Media Releases

Moral tales with positive outcomes motivate kids to be honest

June 18, 2014

TORONTO, ON — A moral sto­ry that prais­es a char­ac­ter’s hon­esty is more effec­tive at get­ting young chil­dren to tell the truth than a sto­ry that empha­sizes the neg­a­tive reper­cus­sions of lying, accord­ing to research pub­lished in Psy­cho­log­i­cal Sci­ence, a jour­nal of the Asso­ci­a­tion for Psy­cho­log­i­cal Sci­ence.

The find­ings sug­gest that sto­ries such as “The Boy Who Cried Wolf” and “Pinoc­chio” may not be effec­tive cau­tion­ary tales when it comes to inspir­ing hon­est behav­ior in chil­dren.

Sto­ries have long been employed to instill moral and cul­tur­al val­ues in young chil­dren, but there is lit­tle research explor­ing the effec­tive­ness of such sto­ries.

“We should not take it for grant­ed that clas­sic moral sto­ries will auto­mat­i­cal­ly pro­mote moral behav­iors,” says lead author Kang Lee of the Dr. Eric Jack­man Insti­tute of Child Study at the Uni­ver­si­ty of Toron­to.

“As par­ents of young chil­dren, we want­ed to know how effec­tive the sto­ries actu­al­ly are in pro­mot­ing hon­esty,” adds study co-author and researcher Vic­to­ria Tal­war of McGill Uni­ver­si­ty. “Is it ‘in one ear, out the oth­er,’ or do chil­dren lis­ten and take the mes­sages to heart?”

To find out, Lee, Tal­war, and col­leagues con­duct­ed an exper­i­ment with 268 chil­dren ages 3 to 7. Each child played a game that required guess­ing the iden­ti­ty of a toy based on the sound it made. In the mid­dle of the game, the exper­i­menter left the room for a minute to grab a book, instruct­ing the child not to peek at a toy that was left on the table. For most chil­dren, this temp­ta­tion was too hard to resist.

When the exper­i­menter returned, she read the child a sto­ry, either “The Tor­toise and the Hare,” “The Boy Who Cried Wolf,” “Pinoc­chio,” or “George Wash­ing­ton and the Cher­ry Tree.” After­ward, the exper­i­menter asked the child to tell the truth about whether he or she peeked at the toy.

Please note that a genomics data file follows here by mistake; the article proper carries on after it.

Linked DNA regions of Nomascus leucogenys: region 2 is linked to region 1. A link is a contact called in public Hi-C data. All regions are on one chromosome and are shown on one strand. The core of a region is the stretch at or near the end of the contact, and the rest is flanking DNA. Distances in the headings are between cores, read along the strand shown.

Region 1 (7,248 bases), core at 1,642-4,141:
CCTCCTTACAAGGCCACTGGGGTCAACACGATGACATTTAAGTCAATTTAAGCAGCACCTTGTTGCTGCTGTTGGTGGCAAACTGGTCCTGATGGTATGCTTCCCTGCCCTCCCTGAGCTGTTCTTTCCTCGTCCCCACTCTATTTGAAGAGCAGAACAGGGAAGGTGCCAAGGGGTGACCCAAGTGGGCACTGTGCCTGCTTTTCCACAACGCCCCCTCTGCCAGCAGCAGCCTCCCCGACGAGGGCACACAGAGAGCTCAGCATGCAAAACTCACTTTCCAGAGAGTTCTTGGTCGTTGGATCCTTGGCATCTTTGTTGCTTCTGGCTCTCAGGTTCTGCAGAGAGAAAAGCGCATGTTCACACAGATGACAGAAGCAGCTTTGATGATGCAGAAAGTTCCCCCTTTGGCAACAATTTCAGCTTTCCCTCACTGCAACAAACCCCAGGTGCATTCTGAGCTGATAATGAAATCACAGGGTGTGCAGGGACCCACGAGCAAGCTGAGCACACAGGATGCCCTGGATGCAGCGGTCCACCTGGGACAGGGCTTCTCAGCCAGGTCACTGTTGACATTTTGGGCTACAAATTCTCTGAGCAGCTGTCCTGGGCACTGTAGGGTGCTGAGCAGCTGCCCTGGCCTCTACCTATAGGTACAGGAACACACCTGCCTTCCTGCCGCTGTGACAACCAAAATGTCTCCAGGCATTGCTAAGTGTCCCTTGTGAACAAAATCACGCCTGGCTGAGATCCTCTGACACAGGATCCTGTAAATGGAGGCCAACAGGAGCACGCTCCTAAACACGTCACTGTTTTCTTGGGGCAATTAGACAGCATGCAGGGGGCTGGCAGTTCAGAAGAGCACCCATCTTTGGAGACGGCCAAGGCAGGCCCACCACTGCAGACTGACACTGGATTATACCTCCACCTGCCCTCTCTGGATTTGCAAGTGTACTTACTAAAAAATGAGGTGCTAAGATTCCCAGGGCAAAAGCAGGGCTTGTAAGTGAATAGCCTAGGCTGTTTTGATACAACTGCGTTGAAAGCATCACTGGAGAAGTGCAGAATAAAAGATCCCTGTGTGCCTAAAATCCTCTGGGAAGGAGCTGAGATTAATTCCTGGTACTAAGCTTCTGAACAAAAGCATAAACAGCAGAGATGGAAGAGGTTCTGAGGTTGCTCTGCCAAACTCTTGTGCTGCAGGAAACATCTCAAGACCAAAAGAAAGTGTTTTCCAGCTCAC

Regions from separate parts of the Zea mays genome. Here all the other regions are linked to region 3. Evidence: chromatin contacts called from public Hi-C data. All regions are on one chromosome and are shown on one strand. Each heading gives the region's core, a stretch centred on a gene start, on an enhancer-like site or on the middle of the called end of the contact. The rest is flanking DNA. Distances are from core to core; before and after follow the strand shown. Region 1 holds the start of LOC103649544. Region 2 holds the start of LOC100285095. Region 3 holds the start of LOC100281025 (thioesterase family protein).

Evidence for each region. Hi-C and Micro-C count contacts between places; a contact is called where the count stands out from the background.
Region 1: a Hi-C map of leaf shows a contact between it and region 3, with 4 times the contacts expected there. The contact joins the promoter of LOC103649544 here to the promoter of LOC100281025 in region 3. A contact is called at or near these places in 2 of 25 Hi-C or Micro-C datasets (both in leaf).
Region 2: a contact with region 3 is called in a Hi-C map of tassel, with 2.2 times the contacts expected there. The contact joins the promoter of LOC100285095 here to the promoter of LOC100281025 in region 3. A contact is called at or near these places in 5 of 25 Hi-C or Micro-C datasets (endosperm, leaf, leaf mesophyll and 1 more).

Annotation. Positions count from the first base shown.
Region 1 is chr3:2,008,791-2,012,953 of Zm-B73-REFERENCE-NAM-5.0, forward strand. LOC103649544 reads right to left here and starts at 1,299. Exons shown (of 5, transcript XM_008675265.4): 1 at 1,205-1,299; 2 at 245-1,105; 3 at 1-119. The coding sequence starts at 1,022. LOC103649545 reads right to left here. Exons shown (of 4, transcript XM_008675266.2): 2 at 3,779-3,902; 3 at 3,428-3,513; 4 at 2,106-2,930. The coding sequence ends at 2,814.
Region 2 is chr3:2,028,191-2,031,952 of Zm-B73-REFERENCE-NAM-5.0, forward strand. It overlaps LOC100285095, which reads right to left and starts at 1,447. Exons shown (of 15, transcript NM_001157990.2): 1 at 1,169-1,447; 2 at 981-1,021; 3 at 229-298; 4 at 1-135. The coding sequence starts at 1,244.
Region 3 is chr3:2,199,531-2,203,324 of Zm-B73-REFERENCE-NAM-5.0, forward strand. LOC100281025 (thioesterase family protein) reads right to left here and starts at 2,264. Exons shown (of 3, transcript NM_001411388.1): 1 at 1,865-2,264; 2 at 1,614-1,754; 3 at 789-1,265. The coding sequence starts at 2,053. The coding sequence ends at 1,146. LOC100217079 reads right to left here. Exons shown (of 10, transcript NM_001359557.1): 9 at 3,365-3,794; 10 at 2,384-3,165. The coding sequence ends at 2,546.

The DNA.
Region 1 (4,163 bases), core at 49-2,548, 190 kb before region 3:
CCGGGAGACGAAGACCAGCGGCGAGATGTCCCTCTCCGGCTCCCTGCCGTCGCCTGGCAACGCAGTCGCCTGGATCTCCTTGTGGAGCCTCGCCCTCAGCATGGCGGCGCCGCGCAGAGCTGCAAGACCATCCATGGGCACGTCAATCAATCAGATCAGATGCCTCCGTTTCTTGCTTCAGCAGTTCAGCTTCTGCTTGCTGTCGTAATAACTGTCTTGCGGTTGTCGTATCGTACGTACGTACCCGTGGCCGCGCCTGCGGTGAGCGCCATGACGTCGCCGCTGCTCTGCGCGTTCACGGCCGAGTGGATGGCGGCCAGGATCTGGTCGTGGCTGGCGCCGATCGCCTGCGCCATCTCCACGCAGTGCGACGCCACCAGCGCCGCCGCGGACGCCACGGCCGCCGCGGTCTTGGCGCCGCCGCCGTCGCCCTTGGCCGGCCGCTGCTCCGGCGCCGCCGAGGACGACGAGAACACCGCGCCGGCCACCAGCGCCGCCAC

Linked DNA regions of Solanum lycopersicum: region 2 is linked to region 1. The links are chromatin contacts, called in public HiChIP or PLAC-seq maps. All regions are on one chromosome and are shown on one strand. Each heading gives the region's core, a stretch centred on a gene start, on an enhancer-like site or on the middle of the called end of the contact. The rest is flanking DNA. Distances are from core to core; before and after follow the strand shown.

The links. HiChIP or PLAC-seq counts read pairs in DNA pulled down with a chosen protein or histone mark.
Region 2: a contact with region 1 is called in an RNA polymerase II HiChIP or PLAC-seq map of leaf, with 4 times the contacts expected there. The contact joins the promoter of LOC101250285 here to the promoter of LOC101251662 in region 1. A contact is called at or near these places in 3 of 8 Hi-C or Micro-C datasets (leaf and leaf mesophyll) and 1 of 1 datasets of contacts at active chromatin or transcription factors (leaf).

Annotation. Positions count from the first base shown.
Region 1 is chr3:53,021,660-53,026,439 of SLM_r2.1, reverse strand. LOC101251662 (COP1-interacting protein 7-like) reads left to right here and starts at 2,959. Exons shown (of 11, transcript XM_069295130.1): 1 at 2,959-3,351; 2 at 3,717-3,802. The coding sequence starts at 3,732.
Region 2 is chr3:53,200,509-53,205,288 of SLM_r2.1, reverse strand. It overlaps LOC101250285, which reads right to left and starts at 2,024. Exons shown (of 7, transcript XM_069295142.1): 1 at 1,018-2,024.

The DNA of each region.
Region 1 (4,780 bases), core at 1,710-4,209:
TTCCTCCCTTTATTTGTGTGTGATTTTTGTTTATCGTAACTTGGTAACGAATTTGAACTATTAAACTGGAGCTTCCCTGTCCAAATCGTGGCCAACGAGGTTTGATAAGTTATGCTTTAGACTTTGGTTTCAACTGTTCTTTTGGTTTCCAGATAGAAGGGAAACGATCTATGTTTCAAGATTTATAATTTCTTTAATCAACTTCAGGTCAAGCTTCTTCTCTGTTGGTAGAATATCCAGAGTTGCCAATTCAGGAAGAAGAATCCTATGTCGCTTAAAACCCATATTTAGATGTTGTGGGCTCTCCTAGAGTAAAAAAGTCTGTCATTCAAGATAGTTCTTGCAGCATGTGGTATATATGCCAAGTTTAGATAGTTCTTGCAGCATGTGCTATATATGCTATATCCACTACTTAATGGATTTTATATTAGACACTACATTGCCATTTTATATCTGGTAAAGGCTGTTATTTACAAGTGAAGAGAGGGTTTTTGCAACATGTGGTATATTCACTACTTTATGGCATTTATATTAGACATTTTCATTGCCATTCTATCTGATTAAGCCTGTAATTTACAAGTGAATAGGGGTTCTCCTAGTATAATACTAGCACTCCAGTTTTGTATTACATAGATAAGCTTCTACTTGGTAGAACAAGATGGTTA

Con­trary to the researchers’ expec­ta­tions, “Pinoc­chio” and “The Boy Who Cried Wolf” – which asso­ciate lying with neg­a­tive con­se­quences, such as pub­lic humil­i­a­tion and even death – were no more effec­tive at pro­mot­ing hon­est behav­ior than a fable unre­lat­ed to hon­esty, in this case “The Tor­toise and the Hare.”

Only the apoc­ryphal tale about a young George Wash­ing­ton seemed to inspire the kids to admit to peek­ing: Chil­dren who heard the tale in which the future first pres­i­dent is praised for con­fess­ing his trans­gres­sion were three times more like­ly to tell the truth than their peers who heard oth­er sto­ries.

An addi­tion­al exper­i­ment indi­cat­ed that the pos­i­tive focus of the George Wash­ing­ton sto­ry was respon­si­ble for kids’ hon­est behav­ior. When the researchers changed the end­ing so that it took a neg­a­tive turn, chil­dren who heard the sto­ry were no longer more like­ly to admit to peek­ing.

Tal­war believes that the orig­i­nal sto­ry about George Wash­ing­ton is effec­tive because it demon­strates “the pos­i­tive con­se­quences of being hon­est by giv­ing the mes­sage of what the desired behav­ior is, as well as demon­strat­ing the behav­ior itself.”

“Our study shows that to pro­mote moral behav­ior such as hon­esty, empha­siz­ing the pos­i­tive out­comes of hon­esty rather than the neg­a­tive con­se­quences of dis­hon­esty is the key,” adds Lee. “This may apply to oth­er moral behav­iors as well.”

Lee, Tal­war, and col­leagues cau­tion that more research is nec­es­sary to deter­mine whether moral sto­ries influ­ence kids’ behav­ior long-term.

Still, they have been quick to take advan­tage of the find­ings. Tal­war reports a shift in her own par­ent­ing prac­tices:

“It real­ly seems to work. I use this now with my child.”


In addi­tion to Lee and Tal­war, co-authors include Anjanie McCarthy and Ilana Ross of the Uni­ver­si­ty of Toron­to, Angela Evans of Brock Uni­ver­si­ty, and Cindy Arru­da of McGill Uni­ver­si­ty.

This research was sup­port­ed by grants from the Social Sci­ences and Human­i­ties Research Coun­cil of Cana­da to K. Lee and V. Tal­war.

For more infor­ma­tion about this study, please con­tact: Kang Lee at

The arti­cle abstract is avail­able online:

The APS jour­nal Psy­cho­log­i­cal Sci­ence is the high­est ranked empir­i­cal jour­nal in psy­chol­o­gy. For a copy of the arti­cle “Can Clas­sic Moral Sto­ries Pro­mote Hon­esty in Chil­dren?” and access to oth­er Psy­cho­log­i­cal Sci­ence research find­ings, please con­tact Anna Miku­lak at 202–293-9300 or